Cover is a short film that I served as the gaffer on a few months ago, but unfortunately the full film is not yet available online. However this trailer offers some fantastic looks at the main lighting setups we completed for the project. As the gaffer I was tasked with taking the Director of Photography's abstract ideas for where light should come from and its quality, and translating that into beautiful and evocative imagery using the lighting tools available to me.
I have included this project because the dramatic styling make it easier to see the contributions I made as the head lighting technician. While I was not making overarching creative decisions, this film offers an example of the physical problem solving required to make lighting of this kind come to life. Whether it is in the form of cinematic style lighting or more generally through the physical fabrication of something like an installation project I am looking forward to continuing to flex these mental (and literal) muscles in the coming years.
This is a music video for “For Love, From the Law” by Humeysha on which I worked as the gaffer. I was involved fairly early on in crafting the general look along with the director, the cinematographer and the production designer. I also helped to construct the lighting package, and then finally worked with the small crew to successfully create the look we had imagined.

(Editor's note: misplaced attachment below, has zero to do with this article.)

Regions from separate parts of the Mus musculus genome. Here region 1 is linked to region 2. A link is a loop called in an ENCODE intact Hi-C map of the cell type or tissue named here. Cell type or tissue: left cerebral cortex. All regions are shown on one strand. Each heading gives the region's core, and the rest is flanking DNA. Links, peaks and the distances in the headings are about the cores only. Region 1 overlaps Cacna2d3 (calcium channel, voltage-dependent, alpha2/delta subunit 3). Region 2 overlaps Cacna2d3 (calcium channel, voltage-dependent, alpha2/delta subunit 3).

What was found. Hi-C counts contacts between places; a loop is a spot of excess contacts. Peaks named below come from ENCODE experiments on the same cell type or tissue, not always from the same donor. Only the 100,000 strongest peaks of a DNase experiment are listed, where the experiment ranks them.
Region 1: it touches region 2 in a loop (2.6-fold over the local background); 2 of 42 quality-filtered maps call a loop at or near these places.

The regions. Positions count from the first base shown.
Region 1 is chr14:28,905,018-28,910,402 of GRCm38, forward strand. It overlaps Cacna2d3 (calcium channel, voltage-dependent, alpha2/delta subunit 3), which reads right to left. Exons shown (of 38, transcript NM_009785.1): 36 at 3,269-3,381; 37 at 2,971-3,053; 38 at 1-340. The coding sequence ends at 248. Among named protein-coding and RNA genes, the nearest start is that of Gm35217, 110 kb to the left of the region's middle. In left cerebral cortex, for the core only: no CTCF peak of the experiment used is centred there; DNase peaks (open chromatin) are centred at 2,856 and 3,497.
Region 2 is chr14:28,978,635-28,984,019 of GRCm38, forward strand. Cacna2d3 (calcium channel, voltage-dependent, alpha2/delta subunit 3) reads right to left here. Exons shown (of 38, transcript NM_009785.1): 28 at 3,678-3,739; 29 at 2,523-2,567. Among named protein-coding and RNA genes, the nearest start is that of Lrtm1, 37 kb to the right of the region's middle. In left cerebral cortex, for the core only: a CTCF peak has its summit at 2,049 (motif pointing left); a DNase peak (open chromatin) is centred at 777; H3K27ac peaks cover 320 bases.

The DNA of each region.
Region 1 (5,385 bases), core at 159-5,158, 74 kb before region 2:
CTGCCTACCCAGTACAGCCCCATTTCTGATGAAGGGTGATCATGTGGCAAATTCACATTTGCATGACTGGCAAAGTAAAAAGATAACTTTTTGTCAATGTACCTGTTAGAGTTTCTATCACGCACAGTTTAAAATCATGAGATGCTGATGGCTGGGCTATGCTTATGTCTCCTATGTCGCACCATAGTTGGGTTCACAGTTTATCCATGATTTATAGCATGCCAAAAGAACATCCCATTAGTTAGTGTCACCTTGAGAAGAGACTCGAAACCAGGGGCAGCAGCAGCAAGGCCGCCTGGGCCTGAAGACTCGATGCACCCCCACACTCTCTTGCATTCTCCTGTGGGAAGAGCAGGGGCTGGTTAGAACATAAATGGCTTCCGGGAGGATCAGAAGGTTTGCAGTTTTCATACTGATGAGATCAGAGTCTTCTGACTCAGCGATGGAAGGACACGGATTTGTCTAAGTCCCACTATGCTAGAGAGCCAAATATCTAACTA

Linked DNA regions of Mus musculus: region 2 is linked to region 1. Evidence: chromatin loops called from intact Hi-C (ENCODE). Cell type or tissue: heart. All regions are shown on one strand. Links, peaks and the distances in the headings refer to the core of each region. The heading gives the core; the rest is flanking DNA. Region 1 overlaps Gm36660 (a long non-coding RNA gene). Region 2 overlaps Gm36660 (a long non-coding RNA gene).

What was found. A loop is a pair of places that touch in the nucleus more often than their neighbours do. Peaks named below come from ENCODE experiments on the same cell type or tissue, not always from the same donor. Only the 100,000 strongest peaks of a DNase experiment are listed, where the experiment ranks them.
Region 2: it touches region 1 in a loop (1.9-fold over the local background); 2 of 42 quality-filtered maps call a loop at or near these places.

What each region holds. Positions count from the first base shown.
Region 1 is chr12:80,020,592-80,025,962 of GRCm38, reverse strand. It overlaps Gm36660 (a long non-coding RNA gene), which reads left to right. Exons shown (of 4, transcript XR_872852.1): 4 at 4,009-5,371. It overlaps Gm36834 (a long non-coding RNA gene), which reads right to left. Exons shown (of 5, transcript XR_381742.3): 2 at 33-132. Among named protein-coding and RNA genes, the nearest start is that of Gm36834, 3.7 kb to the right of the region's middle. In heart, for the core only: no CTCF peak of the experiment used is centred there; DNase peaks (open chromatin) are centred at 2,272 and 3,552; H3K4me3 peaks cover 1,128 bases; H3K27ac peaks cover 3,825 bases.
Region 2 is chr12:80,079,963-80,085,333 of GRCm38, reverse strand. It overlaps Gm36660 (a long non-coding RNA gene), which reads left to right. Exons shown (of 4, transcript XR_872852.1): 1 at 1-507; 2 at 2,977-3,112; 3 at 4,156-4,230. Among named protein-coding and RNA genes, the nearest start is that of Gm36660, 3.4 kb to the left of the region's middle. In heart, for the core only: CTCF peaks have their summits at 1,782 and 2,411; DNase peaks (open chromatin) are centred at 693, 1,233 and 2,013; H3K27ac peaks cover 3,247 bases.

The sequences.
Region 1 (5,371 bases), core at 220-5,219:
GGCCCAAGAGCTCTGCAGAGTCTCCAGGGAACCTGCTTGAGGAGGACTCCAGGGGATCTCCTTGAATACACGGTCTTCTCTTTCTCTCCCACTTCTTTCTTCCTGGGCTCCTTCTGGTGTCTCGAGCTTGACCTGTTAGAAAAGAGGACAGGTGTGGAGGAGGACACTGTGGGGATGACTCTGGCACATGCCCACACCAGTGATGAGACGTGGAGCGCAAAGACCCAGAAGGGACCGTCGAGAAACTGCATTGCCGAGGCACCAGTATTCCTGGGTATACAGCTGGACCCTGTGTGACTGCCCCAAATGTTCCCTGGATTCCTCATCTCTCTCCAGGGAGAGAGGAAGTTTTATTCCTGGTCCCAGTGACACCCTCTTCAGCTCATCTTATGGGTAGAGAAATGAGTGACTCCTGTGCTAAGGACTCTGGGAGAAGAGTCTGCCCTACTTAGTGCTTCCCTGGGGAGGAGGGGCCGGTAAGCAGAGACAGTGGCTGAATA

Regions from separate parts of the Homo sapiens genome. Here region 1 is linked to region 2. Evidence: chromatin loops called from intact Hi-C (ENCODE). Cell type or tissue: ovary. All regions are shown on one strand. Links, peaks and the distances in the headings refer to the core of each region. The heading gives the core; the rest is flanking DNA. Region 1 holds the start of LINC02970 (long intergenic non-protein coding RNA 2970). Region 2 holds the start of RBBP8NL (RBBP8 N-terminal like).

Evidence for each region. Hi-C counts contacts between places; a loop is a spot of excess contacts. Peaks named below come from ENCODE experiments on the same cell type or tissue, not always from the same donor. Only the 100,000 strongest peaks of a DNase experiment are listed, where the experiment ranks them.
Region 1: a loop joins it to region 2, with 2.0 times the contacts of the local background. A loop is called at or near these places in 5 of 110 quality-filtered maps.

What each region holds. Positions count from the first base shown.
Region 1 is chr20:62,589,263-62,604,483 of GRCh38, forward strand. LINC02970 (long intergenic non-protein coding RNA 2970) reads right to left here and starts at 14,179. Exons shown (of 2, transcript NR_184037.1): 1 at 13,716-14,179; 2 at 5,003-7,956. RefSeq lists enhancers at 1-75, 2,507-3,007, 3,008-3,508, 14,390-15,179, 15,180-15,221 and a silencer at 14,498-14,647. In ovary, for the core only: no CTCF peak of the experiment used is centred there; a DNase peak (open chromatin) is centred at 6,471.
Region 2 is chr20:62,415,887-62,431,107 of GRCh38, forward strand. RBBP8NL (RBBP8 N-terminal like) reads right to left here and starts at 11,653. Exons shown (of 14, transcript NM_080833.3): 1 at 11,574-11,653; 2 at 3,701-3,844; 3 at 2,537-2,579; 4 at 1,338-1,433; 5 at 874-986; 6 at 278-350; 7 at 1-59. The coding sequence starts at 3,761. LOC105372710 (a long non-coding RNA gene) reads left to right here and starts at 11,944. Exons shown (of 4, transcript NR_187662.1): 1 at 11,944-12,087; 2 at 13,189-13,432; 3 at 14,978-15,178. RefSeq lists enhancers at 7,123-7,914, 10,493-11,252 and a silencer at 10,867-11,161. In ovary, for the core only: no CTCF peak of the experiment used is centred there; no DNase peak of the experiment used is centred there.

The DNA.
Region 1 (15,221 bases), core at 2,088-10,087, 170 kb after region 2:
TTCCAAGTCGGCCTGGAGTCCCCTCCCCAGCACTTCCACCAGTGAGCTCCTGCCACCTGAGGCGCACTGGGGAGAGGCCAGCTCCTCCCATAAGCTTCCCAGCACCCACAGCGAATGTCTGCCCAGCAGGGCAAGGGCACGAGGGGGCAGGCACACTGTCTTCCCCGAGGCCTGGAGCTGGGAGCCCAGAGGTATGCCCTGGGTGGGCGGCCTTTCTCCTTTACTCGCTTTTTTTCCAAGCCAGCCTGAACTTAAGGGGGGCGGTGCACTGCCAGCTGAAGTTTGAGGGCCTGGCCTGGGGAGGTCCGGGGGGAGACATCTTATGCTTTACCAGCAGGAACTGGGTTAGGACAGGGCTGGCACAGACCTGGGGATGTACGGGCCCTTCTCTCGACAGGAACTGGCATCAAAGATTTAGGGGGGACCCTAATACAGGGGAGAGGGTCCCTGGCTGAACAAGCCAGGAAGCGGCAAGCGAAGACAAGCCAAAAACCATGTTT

I have included this for many of the same reasons as the trailer for Cover. Ultimately it demonstrates my comfort in executing an abstract, creative idea in literal, physical terms.
This music video of “Rigamortis” by Kris Bowers was done in a series of repeated, improvisational takes which I then edited into one seamless performance, While the director did offer feedback on multiple versions of this edit, I was largely given free reign to craft the video into my vision for the project. Incidentally, I also served as gaffer during principle photography.
I find editing, especially projects like this without a strong narrative structure, to be a bit like fitting together a puzzle with a blank face. There is one ideal way to complete it, but it requires serious inquiry to recognize where each piece belongs and why it belongs there. Editing is not my favorite part of the filmmaking process, but on beautiful projects like this one I find it to be a uniquely satisfying creative outlet.
These videos were a series of style tips I completed for the Jacques Elliott brand Instagram account. The footage had already been shot when I was brought onto the project, but there was no real concrete vision. As a result I was responsible for both carving the videos into their concise, snappy form as well as developing a visual style that brought them in line with the brand's funky aesthetic.
I enjoyed working on these videos immensely, because it required a ruthless but calculated trimming of all excess to maintain the humorous tone and information while coming in under the Instagram video limits at the time.